Making payments banks work

Updated on: Jun 02, 2016
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How to make the business of financial inclusion viable

India has in theory created what is envisaged to be a major financial inclusion driver in the form of ‘payments banks’, a whole new vehicle aiming to establish a new paradigm of financial inclusion.

The basic elements are well covered in the RBI guidelines issued including deposit-taking of up to ₹10,000 per account, remittances, selling of products such as insurance, issue of debit cards and no lending. There is a rider that payments banks cannot lend or issue credit cards.

Overall the initiative has all the key components. Yet, while 11 licences were issued there has been a surprising turn where three entities granted these licences – Cholamandalam, IDFC Bank-Telenor-Sun Pharma combine and Tech Mahindra have already pulled out. That is a near 20 per cent drop-off rate from institutions which have already created business plans around this initiative even before it began. Naturally the key consideration driving this decision would be financial viability and cost to serve such a low-revenue generating segment.

Consider these for mainstreaming the whole financial inclusion initiative:

Rewiring the source: Payments banks aim to include unbanked small businesses, low-income households and the migrant labour force. The current model envisages creating a distribution infrastructure, both physical and virtual, where, say, a migrant worker or a labourer can walk into and open a deposit account.

Now consider the source of funds for the labourers. They get paid almost entirely in cash with no record of when the payment was made and no clear audit trail in most cases, given that most businesses employing them want to save on taxes.

Many years ago, markets such as the UAE also had a similar challenge where a labour force was paid entirely in cash and there was no record, resulting in issues of insufficient payments against contracts and lack of timely payments.

The solution: It is mandated that in the UAE all migrant workers get their payments not through cash but through a prepaid card where the amount is credited, just the way payroll is processed for most salaried workers. These prepaid cards provide cash withdrawal through connected ATM networks either free or at a very nominal cost that is also added to the payout to ensure the worker does not suffer any loss of pay.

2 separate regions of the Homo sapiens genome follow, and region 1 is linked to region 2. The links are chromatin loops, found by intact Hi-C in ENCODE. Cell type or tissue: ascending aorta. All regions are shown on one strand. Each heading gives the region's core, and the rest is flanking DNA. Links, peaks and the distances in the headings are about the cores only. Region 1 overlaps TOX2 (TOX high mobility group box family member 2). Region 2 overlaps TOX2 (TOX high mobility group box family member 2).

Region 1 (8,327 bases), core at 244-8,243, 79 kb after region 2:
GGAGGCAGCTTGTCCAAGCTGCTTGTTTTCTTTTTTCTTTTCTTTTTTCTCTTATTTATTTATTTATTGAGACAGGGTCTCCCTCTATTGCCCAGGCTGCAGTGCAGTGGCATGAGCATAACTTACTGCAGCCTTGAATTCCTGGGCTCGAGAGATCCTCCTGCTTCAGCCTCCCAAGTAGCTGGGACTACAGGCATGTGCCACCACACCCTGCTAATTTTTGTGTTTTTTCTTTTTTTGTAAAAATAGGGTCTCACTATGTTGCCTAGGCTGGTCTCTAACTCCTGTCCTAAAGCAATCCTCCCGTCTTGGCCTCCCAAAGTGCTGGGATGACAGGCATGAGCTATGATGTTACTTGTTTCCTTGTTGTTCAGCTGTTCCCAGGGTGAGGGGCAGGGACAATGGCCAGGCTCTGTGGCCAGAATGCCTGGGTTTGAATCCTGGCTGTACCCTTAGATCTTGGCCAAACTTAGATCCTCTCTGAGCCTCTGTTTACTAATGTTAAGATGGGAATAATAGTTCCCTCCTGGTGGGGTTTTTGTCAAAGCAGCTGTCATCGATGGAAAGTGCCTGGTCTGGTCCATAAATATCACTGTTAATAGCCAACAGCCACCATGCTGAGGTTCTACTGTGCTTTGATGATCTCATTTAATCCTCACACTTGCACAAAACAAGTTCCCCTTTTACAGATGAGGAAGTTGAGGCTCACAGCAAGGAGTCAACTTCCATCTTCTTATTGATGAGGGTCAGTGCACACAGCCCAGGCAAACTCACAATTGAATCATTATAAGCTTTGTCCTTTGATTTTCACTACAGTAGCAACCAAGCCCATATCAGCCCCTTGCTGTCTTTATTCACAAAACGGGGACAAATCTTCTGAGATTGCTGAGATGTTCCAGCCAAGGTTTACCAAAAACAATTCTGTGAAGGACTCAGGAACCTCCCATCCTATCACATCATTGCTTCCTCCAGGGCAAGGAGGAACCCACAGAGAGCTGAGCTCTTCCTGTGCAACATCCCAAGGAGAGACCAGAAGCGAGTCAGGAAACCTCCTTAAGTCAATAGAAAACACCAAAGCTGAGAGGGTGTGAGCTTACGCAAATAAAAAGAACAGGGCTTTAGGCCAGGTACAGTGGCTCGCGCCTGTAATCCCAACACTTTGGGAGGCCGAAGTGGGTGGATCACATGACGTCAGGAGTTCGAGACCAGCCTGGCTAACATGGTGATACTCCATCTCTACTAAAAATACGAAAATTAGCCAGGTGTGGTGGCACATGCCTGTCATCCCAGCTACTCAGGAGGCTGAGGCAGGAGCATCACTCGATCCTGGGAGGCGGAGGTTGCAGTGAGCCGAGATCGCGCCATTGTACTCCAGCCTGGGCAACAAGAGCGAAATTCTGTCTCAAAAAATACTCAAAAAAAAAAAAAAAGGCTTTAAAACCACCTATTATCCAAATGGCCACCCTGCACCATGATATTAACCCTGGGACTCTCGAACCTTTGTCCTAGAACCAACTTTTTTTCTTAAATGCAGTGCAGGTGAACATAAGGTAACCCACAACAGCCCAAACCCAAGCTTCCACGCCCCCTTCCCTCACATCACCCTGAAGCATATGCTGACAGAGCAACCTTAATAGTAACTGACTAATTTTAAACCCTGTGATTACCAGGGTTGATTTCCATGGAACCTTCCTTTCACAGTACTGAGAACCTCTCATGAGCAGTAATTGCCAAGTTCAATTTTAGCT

What if small industries are mandated to make a payment through a prepaid Rupay card, India’s own payment network where the cost per transaction both to the issuer (the payments bank issuing the card) and to the acquiring bank (the ATM owner) is minimal? There is also the requirement of a tax concession where the entity making payments through such means will not only be not taxed but will get significant concessions. Imagine a small factory owner now paying his workers, not through cash, but through a prepaid card owing to not just regulation but also a huge tax advantage.

The second challenge of financial inclusion is financial knowledge, and experience is the best teacher. Once unbanked customers start using their own prepaid cards, the knowledge they acquire on managing their cash and linked saving options also increases.

While the RBI has mandated 25 per cent physical presence in unbanked/ rural areas and physical distribution points tend to be expensive, this option of prepaid cards also allows for using concepts such as mobile ATMs with low capex. Saving plans and insurance sales can also be provided through these mobile ATMs.

Broadbasing distribution: Many of the unbanked prospects work for small industries such as grocery stores. One can safely estimate that 99 per cent of the transactions, if not more, at these stores happen in cash. Today there is an extremely versatile cashless solution available in the form of Card Acceptance Point of Sale (POS) machines which can be procured for less than $100. These machines can accept all cards including prepaid cards and it does not end at that. They can also be programmed to provide cash advances on these cards.

So a worker employed in a grocery store can get his salary on a prepaid card, buy groceries for his own consumption using it and can also withdraw cash at this store itself from the POS machine.

For this it is critical to make all payments banks, default payment card acquirers at least for India's homegrown payment network Rupay. This will allow payments banks to create distribution points at low cost using devices like the Credit Card Accepting Point of Sale machines.

Once there is sufficient traction on both prepaid cards and acceptance points that double up as cash withdrawal points, there is a whole new play that comes into effect. Many of these customers can now get a credit score depending on their salary credits and usage, getting access to lending. And payments banks can refer these cases to lenders with full information opening up a whole new source of fee revenue for them, where lenders pay for these references without the Banks taking any risks.

Finally, these consumers also have spending needs for which they get little or no loyalty. Payments banks can now create loyalty and discount programmes tailored to everything this consumer base uses, from prepaid mobile cards to cooking oil. The loyalty points can also go into special savings programmes, such as special education funds for children, with higher-than-market returns.

Microfinance emerged from Bangladesh and the unique MPESA money transfer service emerged from Kenya. India’s payments banks can set global benchmarks for pioneering mainstreaming low-cost financial inclusion and more.

Published on January 20, 2018

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